The televised face of this war is a lie. It's a flickering screen with a Fox-TV newsman's macho boast that US troops are in the heart of Baghdad and are "here to stay." It's a Pentagon press conference assuring us that another city has been "taken," but not yet "secured."
Occasionally, however, we catch glimpses of the reality: descriptions of incidents that reflect the real impact on both sides.
A U.S. Marine in a medevac unit outside Al Kut, unable to save a dying American soldier, buries his resucitation equipment in despair. I'm reading this in my morning paper. I close my eyes and try to imagine where this Marine came from, what he did before he was shipped over to Iraq. Maybe he worked in an inner-city hospital where gunshot wounds are the norm, but the hospital's emergency room has the equipment and personnel to save lives and patch together even the worst cases. But the stripped-down, gritty, sweltering reality of a battlefield after three days of non-stop fighting with bullets still whizzing overhead and not enough clamps to stop the bleeding and not enough hands to patch all the wounds fast enough has finally broken his will. What will be left of this man when he returns home?
I read a quote from soldiers who've shot up a van full of women and children. The soldiers' initial, agonized question, "Why did they do it? Why did they try to run the checkpoint?" will eventually, with the passage of time, become "Why did I do it? Why did I shoot them all?" The soldiers will remember that brief scene over and over again in their nightmares for the next 20, 30, 40 years.
These soldiers weren't the only ones who prepared for the worst, only to realize that war brings on the worst in spite of their best-laid plans.
Ibrahim al-Yussuf's parents thought they could save their 12-year-old son by sending him to live with relatives in Zambrania, a small, rural village outside of Baghdad. The city was too dangerous, they thought, as loud explosions and fireballs lit up the skyline at night. After all, a U.S. HARM missile demolished a busy market, killing 67 people and wounding dozens more. If Ibrahim left the city he'd be out of the way of stray missiles.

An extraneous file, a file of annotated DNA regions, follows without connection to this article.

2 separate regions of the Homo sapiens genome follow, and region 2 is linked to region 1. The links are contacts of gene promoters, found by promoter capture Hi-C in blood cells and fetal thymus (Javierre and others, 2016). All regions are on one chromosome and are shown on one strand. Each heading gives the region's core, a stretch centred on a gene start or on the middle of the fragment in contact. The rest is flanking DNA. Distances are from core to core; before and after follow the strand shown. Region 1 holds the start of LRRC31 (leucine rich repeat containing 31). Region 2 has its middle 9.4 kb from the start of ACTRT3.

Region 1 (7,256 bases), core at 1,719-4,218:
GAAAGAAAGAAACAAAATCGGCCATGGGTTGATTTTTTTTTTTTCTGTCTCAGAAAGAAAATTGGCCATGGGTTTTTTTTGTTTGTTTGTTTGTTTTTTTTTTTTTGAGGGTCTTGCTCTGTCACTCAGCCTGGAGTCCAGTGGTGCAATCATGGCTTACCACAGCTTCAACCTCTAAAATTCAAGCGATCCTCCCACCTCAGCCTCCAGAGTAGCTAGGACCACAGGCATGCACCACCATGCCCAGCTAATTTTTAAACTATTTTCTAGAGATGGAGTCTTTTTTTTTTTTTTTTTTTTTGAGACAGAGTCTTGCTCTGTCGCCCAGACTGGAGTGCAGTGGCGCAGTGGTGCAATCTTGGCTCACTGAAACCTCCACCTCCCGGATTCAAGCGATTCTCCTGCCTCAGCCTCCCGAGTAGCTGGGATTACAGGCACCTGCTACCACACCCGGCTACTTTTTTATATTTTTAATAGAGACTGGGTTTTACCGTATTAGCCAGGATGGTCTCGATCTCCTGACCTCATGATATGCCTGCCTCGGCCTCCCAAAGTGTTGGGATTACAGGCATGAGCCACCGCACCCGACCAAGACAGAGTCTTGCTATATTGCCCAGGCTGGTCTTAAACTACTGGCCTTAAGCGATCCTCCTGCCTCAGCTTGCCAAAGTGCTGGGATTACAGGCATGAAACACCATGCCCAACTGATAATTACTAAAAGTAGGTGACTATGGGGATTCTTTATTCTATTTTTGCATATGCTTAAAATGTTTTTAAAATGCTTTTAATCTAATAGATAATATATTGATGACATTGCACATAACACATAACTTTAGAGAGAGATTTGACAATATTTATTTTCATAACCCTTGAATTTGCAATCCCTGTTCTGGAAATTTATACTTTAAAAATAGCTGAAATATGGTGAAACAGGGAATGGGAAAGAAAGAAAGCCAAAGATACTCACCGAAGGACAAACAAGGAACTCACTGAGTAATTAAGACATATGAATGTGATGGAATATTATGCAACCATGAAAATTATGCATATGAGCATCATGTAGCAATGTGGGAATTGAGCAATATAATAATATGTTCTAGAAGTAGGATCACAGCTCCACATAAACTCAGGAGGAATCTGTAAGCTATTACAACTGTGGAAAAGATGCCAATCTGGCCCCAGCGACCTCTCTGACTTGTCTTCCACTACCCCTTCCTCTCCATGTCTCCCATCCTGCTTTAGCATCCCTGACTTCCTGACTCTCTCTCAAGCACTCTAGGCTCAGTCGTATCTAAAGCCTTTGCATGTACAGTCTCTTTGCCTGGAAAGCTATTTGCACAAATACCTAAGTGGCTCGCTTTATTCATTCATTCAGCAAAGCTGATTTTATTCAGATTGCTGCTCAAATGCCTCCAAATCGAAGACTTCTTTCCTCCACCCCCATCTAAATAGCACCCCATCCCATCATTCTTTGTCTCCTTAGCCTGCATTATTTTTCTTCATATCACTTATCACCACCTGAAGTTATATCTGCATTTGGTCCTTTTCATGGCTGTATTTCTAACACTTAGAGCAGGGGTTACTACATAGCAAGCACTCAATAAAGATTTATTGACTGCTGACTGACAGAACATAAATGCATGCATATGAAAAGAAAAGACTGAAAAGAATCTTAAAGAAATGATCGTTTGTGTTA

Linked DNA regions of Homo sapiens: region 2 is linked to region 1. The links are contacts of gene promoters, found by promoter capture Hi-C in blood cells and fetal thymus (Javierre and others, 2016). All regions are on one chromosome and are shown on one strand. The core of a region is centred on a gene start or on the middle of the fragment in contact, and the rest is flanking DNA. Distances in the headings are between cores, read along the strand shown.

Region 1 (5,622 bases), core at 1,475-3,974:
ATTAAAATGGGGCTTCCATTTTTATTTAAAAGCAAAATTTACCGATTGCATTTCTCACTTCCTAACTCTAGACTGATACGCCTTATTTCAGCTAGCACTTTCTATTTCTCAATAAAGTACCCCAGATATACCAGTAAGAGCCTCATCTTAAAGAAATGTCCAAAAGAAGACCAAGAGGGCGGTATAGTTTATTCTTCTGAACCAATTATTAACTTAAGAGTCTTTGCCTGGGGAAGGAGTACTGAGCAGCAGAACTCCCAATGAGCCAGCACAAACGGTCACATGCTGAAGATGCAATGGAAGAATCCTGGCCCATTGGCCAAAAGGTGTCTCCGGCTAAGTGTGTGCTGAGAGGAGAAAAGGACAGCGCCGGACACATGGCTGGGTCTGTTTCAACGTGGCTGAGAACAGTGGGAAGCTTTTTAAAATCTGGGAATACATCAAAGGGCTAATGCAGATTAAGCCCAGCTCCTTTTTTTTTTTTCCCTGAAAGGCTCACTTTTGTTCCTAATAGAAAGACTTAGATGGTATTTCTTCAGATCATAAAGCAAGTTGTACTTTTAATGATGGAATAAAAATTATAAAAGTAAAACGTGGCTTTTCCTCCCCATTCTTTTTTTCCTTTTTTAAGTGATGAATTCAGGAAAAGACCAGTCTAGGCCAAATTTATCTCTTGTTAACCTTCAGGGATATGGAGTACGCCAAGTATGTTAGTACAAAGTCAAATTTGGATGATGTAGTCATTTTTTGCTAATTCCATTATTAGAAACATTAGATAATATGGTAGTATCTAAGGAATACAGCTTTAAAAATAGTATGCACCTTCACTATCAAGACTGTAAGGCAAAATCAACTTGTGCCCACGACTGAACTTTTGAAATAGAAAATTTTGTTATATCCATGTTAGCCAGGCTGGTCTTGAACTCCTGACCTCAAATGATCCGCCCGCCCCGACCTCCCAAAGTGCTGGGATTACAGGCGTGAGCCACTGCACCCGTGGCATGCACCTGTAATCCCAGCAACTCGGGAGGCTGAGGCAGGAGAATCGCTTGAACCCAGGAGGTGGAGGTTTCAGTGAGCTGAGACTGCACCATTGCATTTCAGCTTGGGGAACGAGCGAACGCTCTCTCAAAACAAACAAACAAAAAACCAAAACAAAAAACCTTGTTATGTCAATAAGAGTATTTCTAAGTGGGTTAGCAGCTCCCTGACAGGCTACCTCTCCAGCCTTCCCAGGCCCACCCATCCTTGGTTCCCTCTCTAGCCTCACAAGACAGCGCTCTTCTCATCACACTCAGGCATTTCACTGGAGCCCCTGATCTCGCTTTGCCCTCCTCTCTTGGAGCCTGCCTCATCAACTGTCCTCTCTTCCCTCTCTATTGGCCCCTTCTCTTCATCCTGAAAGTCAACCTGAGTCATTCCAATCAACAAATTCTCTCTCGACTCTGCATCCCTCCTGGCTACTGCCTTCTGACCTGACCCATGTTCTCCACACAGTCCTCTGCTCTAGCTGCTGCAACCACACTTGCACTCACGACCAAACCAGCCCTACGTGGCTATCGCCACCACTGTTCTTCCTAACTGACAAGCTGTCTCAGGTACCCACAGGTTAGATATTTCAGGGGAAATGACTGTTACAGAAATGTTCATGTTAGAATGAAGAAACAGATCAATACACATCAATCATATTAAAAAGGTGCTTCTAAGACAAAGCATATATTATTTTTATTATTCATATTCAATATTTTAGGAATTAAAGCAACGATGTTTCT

But soon after the war started, U.S. military planners set up "kill boxes" in the region south of Baghdad, a largely rural area, where Zambrania and several other villages lie. Kill boxes were used in Afghanistan; they're grid-like areas on the military planners' maps that are designated as free-fire zones. U.S. fighter pilots are allowed to shoot anything that moves within these zones. But, just as in Afghanistan, there is no way that civilians on the ground can know when they've entered a kill box until a bomb falls on them.
Ibrahim and his 17-year-old cousin, Jalal, left home to have lunch with Abdullah, a friend who owned the neighboring farm. They were torn apart by a U.S. bomb because they were outside, walking, and a kill box had been superimposed over their home.
Zambrania and the neighboring village of Talkana have lost 19 people because of U.S. fighter planes. In Manaria, a village 30 miles south of Baghdad, 22 people have died and 53 have been injured in air raids. Most of the dead and wounded are children and women. Many of the wounds look suspiciously like those caused by cluster bombs, anti-personnel weapons that release a spray of deadly shrapnel that can cut through flesh, bone and even the soft, mud-brick walls of Iraqi houses. The U.N. has condemned the use of cluster bombs, a key component of the U.S. arsenal, because so many more civilians are killed by cluster bombs than any other kind of ordnance except land mines. And like a land mine, a cluster bomblet can lie unexploded, waiting for a victim to brush by it or a curious child to pick it up.